Wednesday, March 23, 2016

Big Wolf Knows Just How To Ask For A Belly Rub

By Christian Cotroneo
It's not every day a hulking timber wolf asks for — well, demands, really — a belly rub.
Unless, of course, you happen to work at the Colorado Wolf and Wildlife Center, where a certain glutton for belly rubs wouldn't have it any other way.

Facebook/Colorado Wolf and Wildlife Center

While staff members were cleaning the pens earlier this month, Na'vi, a 6-year-old timber wolf, made his customary demands — nice and hard around the sides of the belly and don't bother with the chest.
Seriously, please don't bother with the chest.

In fact, every time Casey Hampf, a staffer at the sanctuary, allowed her hands to wander to the wolf's upper body, she received a firm correction from Na'vi's paw.

Just the belly please.

"We try to encourage all our staff members to interact with our wolves, especially during cleaning time," Hampf tells The Dodo. "The wolves really love human interaction. They love that kind of connection."

"Especially Na'vi. He loves belly rubs," she says. "He will do it standing up on his den. Or he'll get on his back and flip over."

Just nothing fancy.

"He'll tell you what he wants," Hampf adds. "If he wants a belly rub, he'll be like 'Nope, you can't pet me anywhere else but my belly.'"

Seriously.

Facebook/Colorado Wolf and Wildlife Center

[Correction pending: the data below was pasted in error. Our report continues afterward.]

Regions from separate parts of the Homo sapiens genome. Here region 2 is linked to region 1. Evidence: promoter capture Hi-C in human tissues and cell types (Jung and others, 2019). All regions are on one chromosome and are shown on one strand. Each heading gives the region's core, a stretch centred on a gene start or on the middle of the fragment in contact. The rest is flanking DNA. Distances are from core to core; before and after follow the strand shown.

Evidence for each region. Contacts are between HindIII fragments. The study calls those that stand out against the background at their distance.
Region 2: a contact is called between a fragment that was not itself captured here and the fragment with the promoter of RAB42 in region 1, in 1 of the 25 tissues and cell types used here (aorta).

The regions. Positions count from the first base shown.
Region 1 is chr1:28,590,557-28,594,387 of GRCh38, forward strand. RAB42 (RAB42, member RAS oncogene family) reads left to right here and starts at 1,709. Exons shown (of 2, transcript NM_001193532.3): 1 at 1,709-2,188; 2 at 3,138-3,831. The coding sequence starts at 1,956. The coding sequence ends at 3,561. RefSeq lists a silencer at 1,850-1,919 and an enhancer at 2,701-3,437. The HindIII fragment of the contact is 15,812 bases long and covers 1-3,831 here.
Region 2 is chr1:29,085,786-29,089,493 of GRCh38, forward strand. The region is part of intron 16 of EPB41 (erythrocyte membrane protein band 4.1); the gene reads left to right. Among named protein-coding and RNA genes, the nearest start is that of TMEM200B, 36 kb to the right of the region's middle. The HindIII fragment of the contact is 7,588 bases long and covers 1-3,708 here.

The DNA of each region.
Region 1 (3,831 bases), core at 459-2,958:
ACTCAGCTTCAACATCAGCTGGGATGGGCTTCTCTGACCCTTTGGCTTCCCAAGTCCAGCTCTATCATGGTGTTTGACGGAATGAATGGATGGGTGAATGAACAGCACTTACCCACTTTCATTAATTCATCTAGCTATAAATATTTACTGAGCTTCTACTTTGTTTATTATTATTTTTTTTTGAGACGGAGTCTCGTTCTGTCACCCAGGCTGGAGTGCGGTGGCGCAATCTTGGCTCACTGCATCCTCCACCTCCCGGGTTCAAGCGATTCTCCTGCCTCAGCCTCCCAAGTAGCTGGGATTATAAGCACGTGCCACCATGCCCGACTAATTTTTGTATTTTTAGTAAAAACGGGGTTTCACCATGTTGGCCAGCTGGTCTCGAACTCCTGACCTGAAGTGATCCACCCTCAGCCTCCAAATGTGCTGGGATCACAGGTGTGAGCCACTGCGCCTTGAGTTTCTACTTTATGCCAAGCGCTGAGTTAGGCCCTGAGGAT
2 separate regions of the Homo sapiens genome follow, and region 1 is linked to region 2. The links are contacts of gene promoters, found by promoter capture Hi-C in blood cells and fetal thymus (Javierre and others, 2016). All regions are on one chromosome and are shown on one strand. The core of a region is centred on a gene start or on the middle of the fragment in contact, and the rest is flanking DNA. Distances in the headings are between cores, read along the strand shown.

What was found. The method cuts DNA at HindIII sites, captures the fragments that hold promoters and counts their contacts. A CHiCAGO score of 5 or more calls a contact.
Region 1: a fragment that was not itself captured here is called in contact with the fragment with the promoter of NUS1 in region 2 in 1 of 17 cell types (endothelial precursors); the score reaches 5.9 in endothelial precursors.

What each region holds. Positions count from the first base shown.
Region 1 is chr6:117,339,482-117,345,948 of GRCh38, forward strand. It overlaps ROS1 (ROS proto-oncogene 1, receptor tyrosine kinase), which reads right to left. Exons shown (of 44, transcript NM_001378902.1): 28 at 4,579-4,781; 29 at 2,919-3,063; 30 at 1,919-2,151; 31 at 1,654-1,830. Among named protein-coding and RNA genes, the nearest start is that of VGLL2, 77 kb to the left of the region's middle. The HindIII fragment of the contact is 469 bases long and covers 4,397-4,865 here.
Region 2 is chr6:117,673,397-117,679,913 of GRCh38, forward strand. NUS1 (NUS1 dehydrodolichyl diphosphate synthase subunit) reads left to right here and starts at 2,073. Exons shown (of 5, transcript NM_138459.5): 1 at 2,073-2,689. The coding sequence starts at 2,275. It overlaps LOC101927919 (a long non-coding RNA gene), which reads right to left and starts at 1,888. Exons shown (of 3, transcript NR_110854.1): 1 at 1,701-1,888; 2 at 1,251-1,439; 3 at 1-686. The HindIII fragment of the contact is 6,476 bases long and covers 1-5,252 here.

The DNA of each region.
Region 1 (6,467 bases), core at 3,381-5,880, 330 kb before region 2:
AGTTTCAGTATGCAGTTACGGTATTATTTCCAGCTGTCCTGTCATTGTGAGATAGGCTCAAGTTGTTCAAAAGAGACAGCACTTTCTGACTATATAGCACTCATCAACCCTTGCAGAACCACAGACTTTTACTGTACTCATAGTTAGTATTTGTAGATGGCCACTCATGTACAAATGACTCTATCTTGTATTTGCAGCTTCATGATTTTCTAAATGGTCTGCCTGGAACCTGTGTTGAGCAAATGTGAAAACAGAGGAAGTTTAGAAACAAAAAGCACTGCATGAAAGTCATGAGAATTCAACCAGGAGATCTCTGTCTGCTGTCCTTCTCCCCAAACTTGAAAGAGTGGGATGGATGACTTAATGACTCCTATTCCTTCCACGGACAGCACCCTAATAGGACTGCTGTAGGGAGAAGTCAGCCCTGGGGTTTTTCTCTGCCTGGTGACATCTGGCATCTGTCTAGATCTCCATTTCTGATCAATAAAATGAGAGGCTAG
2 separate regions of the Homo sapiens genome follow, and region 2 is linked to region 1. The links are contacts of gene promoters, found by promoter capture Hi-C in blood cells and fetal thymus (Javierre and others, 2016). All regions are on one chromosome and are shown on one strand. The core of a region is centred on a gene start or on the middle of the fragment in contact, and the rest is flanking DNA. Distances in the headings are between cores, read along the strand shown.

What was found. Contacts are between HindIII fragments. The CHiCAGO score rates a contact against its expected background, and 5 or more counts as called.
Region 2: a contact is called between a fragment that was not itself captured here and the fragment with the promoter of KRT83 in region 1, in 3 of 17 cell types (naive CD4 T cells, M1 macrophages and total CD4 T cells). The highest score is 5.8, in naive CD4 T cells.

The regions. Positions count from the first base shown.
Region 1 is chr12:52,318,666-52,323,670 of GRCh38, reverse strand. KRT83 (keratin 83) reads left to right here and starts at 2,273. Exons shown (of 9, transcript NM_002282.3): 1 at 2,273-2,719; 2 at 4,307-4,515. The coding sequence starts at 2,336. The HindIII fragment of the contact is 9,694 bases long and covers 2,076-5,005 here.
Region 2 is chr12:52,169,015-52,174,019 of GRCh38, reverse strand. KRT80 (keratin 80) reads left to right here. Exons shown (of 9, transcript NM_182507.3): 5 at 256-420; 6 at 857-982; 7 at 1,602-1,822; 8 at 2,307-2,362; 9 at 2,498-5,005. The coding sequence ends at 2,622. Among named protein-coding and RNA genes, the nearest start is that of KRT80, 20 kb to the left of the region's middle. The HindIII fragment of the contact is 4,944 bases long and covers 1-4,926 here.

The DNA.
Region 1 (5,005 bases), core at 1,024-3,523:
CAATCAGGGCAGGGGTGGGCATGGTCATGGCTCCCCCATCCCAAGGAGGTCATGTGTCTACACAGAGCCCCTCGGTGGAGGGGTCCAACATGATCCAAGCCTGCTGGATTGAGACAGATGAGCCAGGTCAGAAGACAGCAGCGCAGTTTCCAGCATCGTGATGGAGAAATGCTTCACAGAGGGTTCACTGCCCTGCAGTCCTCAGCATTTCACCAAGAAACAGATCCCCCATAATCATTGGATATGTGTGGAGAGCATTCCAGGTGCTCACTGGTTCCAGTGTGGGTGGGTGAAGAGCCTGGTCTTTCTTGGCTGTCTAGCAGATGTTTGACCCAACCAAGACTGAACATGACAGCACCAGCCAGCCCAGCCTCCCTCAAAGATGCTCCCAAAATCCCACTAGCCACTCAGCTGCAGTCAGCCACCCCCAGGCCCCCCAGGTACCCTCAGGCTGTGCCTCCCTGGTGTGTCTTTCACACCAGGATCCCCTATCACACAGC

The Colorado Wolf and Wildlife Center was founded by Darlene Kobobel in 1993 after she adopted a wolf-dog hybrid named Chinook, who was on the verge of being euthanized.

Since then, the sanctuary has become a vital refuge for scores of timber wolves, also known as gray wolves. Once found across the country, gray wolves are fast fading from the American landscape, thanks to widespread hunting and habitat encroachment. What was once a population totaling nearly half a million is at around 5,000 today.

YouTube/Sandaura Brooks

Their federal protection, under the Endangered Species Act, was recently removed in some regions, including the northern Rocky Mountains and western Great Lakes, leaving their fates in the hands of local lawmakers. This move, according to the Humane Society of the United States (HSUS), could spell disaster for what remains of America's wolf population. The act had provided blanket protection for a wolf population in recovery. Without it, according to HSUS, the wolves are left to the jurisdiction of individual states — states that are already planning wolf hunts.

Which is why, for the lucky ones who find their way to the Colorado Wolf and Wildlife Center, a belly rub — exactly the way they want it — goes without saying.



Good morning, everyone! We are so thankful to be experiencing summer like crowds! Yesterday was extremely busy for all of the staff, so we didn't get a chance to record our usual weekly wolf blog. Please enjoy this short video of Na'Vi begging for belly rubbins.
Posted by Colorado Wolf and Wildlife Center on Monday, March 21, 2016


source: The Dodo